Photo: Ghent University

Increased focus on fire safety to reduce fatalities

Tuesday 12 Apr 16

The number of fire-related deaths in Denmark has been stagnant since the 1980s. Mortality can only be reduced if fire safety becomes a far more integral part of our construction process. This is the basis for increased focus on fire safety at DTU Civil Engineering and a visiting professorship to a Belgian professor in numerical simulations.

The number of fire-related deaths in Denmark has remained more or less unchanged since the 1980s: Around 80 per year. In the same period, the building regulations have undergone numerous changes, which, however, has not improved the fatality statistics.

Fire safety is a complex research field with many different interacting elements and conditions. Associate Professor Grunde Jomaas from DTU Civil Engineering knows this better than most. He is an Associate Professor in fire safety and Head of Studies for the Master in Fire Safety open education programme, which has been offered since 1999.

“Fire safety should be a far more integral part of construction and infrastructure work processes. We need to have a much better understanding of smoke and fire dynamics to improve the statistics of fire-related deaths. One way to do this is through the fire dynamics simulation method, where numerical simulations are employed to model how a fire can develop, and what the consequences may be,” says Grunde Jomaas.

To gain a better understanding of smoke and fire dynamics, DTU Civil Engineering has invited Professor Bart Merci from Ghent University in Belgium to DTU on a visiting professorship. Bart Merci’s stay at DTU is sponsored by the Otto Mønsted Fond.

Smoke dynamics crucial for fire safety

Professor Bart Merci is a professor in combustion, fire, and fire safety at Ghent University. After having completed his PhD, he focused his research on numerical simulations. He has specialized in computational fluid dynamics, which can be used to improve the precision and accuracy of fire modelling and thus make it more useful.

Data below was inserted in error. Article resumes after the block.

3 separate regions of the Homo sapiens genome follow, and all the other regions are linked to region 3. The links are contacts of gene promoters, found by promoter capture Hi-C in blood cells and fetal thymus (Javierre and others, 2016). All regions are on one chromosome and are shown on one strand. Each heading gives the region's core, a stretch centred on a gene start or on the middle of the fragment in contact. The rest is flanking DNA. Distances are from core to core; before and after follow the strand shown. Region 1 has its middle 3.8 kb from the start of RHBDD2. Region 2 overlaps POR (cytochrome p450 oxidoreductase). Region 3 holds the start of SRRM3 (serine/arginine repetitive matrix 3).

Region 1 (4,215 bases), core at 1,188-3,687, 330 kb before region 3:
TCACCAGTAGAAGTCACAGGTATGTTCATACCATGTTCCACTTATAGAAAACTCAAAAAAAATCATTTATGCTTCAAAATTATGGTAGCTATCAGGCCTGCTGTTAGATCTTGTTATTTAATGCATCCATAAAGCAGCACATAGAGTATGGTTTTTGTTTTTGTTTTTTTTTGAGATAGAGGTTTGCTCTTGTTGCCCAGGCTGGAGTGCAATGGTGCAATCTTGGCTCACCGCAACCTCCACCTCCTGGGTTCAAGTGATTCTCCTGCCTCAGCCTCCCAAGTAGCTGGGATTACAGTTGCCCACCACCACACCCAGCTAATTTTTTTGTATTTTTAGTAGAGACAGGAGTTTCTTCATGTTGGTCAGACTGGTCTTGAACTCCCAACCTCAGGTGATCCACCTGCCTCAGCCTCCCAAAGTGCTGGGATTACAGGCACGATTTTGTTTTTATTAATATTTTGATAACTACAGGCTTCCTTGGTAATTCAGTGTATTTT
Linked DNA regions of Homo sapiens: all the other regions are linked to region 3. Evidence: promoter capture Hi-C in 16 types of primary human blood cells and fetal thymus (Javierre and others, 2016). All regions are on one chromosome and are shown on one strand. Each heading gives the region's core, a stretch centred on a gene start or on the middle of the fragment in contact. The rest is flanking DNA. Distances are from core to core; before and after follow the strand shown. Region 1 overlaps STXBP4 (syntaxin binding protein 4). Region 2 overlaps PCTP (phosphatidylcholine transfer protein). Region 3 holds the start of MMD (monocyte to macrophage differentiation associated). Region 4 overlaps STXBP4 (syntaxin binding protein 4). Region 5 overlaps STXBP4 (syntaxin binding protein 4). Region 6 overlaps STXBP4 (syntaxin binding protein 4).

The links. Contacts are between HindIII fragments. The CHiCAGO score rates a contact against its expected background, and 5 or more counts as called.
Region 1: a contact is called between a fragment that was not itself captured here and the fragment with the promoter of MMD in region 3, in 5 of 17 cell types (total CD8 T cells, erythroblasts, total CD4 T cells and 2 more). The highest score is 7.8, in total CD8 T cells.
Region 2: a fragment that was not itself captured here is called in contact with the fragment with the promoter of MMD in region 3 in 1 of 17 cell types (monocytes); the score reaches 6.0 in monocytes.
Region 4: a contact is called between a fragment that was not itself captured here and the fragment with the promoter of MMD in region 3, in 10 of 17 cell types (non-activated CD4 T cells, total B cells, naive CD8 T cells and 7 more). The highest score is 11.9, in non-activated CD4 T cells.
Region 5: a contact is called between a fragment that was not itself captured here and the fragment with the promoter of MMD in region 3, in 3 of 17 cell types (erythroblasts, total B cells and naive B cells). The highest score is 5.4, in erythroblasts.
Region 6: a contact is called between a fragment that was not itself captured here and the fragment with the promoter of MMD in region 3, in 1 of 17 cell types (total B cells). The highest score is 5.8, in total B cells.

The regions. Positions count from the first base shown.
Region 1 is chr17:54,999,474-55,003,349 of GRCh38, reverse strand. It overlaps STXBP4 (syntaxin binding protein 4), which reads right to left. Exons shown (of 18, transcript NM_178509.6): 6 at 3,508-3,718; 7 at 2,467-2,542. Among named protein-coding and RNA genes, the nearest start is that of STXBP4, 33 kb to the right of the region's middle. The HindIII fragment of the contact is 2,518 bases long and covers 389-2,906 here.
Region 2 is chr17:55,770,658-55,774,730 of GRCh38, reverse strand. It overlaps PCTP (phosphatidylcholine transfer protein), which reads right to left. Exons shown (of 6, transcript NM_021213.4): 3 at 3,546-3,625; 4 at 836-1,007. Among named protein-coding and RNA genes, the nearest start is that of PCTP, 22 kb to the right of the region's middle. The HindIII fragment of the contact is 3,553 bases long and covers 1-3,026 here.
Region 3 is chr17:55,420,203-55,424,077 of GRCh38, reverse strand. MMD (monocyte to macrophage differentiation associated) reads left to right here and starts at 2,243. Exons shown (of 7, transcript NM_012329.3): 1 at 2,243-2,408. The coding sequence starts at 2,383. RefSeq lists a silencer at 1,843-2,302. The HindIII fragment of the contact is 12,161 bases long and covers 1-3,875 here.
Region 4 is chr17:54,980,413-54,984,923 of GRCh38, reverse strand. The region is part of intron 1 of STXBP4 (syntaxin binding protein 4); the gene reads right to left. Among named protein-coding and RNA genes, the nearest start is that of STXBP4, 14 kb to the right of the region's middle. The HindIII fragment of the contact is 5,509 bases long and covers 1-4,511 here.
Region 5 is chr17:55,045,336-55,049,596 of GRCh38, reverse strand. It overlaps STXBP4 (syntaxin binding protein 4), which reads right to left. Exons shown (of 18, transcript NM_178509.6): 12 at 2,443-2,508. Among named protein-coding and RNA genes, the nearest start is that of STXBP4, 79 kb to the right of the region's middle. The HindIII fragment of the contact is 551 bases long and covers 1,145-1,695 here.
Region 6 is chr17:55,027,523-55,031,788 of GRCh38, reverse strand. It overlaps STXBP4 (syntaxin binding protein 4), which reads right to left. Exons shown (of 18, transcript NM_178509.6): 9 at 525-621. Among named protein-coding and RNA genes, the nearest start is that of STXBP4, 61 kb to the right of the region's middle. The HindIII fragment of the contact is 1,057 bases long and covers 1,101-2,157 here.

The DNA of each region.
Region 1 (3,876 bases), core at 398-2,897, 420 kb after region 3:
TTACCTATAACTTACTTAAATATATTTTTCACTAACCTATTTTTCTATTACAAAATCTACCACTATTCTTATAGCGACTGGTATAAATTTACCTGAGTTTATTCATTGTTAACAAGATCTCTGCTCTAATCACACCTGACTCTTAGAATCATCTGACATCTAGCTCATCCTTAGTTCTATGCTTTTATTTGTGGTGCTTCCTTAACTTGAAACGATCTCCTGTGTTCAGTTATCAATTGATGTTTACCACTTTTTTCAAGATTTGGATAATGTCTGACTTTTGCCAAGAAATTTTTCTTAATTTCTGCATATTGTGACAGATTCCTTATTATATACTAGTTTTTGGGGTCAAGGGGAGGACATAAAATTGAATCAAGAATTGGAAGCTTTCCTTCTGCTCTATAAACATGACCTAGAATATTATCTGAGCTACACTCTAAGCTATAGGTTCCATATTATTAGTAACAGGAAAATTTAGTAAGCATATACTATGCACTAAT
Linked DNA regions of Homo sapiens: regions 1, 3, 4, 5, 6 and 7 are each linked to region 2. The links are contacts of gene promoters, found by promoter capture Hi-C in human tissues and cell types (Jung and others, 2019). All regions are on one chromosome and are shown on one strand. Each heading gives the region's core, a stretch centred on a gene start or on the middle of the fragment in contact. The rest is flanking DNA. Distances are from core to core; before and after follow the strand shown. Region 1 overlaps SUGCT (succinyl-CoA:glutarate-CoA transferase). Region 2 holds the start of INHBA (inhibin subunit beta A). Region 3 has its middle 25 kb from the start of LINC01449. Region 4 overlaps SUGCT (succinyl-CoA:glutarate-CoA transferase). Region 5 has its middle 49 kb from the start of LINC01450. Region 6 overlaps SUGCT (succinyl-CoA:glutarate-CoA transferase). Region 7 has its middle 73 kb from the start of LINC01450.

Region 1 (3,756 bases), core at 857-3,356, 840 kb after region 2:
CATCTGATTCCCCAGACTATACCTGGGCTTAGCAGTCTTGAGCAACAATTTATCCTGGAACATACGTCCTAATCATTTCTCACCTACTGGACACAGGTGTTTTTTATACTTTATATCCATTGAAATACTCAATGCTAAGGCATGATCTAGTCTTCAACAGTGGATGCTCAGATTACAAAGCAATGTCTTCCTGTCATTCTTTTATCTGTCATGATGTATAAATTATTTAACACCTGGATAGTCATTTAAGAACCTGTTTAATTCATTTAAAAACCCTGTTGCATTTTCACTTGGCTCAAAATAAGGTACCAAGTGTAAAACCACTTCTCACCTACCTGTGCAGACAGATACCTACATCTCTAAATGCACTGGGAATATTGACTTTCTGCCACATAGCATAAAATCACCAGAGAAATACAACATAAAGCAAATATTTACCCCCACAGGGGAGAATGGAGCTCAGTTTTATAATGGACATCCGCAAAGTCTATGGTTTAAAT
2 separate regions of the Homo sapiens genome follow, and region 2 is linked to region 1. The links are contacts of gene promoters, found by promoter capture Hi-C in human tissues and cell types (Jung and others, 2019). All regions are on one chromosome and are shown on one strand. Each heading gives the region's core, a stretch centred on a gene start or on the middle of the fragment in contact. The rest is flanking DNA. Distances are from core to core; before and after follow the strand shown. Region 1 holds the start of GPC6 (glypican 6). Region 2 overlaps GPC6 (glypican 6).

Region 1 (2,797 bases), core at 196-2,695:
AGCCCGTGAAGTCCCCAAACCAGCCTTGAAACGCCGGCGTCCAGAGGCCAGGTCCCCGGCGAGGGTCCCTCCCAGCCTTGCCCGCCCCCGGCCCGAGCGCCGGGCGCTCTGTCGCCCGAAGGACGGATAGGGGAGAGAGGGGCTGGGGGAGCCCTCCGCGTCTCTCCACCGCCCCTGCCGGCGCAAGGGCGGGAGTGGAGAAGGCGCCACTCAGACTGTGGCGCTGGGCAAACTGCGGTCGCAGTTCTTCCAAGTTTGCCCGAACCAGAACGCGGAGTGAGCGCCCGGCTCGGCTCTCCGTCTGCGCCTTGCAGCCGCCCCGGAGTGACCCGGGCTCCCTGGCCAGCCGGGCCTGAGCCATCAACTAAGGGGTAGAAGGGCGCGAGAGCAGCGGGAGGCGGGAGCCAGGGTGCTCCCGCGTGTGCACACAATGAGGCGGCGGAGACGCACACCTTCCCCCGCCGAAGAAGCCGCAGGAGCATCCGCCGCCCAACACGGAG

Smoke dynamics, in particular, is an important research area for Bart Merci. Smoke is the main cause of death in fires in buildings. That is why it is essential to understand the dynamics of smoke.
“We need to know the flow of the smoke to design a ventilation system, which can channel the smoke in a particular way to protect people in the best way possible, ensure that escape routes are kept free, and that the fire department has easy access to the building,” says Bart Merci.

We all know the procedure for putting out a fire: The firefighters pull out their hoses and use large volumes of water to extinguish the flames. But the combination of water, fire, and smoke can actually cause problems.

"If water and smoke get come into contact with each other, the smoke will cool down. The smoke may then lie low and be dangerous for people. Therefore, we also need to study how smoke interacts with water,” says Bart Merci, who hereby emphasizes the complex interaction involved in fire safety.

In addition to fire simulations, Bart Merci also conducts practical experiments in a fire laboratory—a spin-off facility from Ghent University. Here, Bart Merci and his research team can use the facilities to carry out experiments which can support the scientific research and be used in the fire safety programme.

 
  Eksempel på et resultat af en numerisk simulering. Foto: Ghent Universitet
Simulation of fire dynamics. Photo: Ghent University.

Simulations can be used by industry

He is pleased with the opportunity to work with Bart Merci to create better fire safety research at DTU.

“Bart Merci is the world leader in the development and use of simulations of fire dynamics. His visiting professorship is of great value, not only to DTU, but also to the construction and infrastructure industry, which will be able to benefit from this research area in future,” says Grunde Jomaas.

In the course of his visiting professorship, Bart Merci will teach a course in fire dynamics, be co-supervisor for student projects, and participate in various other activities. In addition, he will contribute to the development of a new fire safety programme on DTU’s MSc programme in Civil Engineering.

Fire safety in underground car parks

As part of his visiting professorship, Bart Merci will give a lecture on the fire safety in underground car parks.

During the lecture, Bart Merci will highlight the key findings of recent research projects and link them to the construction technology aspects of fire safety which DTU is working with.

The lecture is aimed at engineers who have not necessarily worked with fire safety before.

 

A Civil Engineering Distinguished (CED) talk, the lecture takes place on 13 April from 3.00 to 4.30 p.m. at DTU Lyngby Campus, Building 127, Auditorium 012.